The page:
Interns on the rise with a better chance at top jobs, more opportunities and higher salaries

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Internships are on the rise and are offering young employees an attractive route into some of the UK’s top jobs.

According to a new survey, released by the Association of Graduate Recruiters (AGR), nearly three quarters of graduate employers hired interns this year. Over 9,000 internships were on offer, which is a 13 per cent year on year increase in intern vacancies.

The survey also found that by entering an internship, 45 per cent went on to secure graduate jobs in the same company. One in ten employers convert more than 83 per cent of their interns into graduate hires.

Graduates are using internships to find a way into some of the UK’s top roles and to get a chance at gaining a higher salary. Internships of those surveyed were typically two to three months long and paid.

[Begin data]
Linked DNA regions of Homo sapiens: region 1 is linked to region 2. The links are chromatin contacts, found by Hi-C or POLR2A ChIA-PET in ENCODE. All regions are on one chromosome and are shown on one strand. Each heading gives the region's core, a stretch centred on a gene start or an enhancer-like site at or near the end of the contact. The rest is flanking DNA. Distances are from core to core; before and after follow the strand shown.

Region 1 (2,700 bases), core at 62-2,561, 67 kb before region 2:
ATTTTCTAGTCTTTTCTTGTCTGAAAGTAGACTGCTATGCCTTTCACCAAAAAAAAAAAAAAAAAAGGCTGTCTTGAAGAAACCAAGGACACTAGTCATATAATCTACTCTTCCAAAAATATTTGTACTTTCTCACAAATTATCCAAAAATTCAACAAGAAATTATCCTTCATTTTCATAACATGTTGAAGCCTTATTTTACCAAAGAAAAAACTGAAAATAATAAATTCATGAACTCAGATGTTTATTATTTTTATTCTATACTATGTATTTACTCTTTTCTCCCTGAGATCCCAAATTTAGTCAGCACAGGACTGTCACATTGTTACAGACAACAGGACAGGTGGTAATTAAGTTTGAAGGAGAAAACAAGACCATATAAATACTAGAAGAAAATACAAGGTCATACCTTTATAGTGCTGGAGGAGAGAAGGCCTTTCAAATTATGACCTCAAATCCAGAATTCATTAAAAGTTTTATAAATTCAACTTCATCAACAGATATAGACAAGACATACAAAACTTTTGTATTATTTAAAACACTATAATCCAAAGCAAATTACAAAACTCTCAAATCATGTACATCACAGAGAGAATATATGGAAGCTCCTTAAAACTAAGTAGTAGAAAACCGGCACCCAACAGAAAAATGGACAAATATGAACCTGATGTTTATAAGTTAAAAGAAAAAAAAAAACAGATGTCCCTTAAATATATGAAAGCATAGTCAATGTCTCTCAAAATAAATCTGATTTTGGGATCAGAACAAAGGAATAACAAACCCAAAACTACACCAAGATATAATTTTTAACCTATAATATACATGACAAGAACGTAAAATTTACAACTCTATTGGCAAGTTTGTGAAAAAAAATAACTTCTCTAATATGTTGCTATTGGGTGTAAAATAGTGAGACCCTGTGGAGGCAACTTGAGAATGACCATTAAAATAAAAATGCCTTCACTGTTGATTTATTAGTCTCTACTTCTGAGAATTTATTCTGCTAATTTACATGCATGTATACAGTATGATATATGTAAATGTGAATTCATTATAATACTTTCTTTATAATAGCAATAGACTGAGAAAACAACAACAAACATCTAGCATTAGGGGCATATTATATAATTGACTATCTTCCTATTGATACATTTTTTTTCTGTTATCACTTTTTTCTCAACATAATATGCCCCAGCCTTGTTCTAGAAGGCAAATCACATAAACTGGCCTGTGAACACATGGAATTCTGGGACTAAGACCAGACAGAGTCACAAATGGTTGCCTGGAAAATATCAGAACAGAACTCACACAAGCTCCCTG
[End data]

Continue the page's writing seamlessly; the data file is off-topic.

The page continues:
Intern salaries were found to be increasing at a faster rate than graduate salaries. This year, the median wage for an intern was £330 a week, which translates to over £17,000 a year. This is an increase of four per cent, compared to just a two per cent increase for graduate programmes.

Banks, engineering and accountancy firms are hiring the largest volumes of interns. Banks are also paying them the second highest salary of £21,000 pro rata, next to investment banking which pays £30,000. The lowest wages for interns are within the energy, water or utilities sector at around £16,000.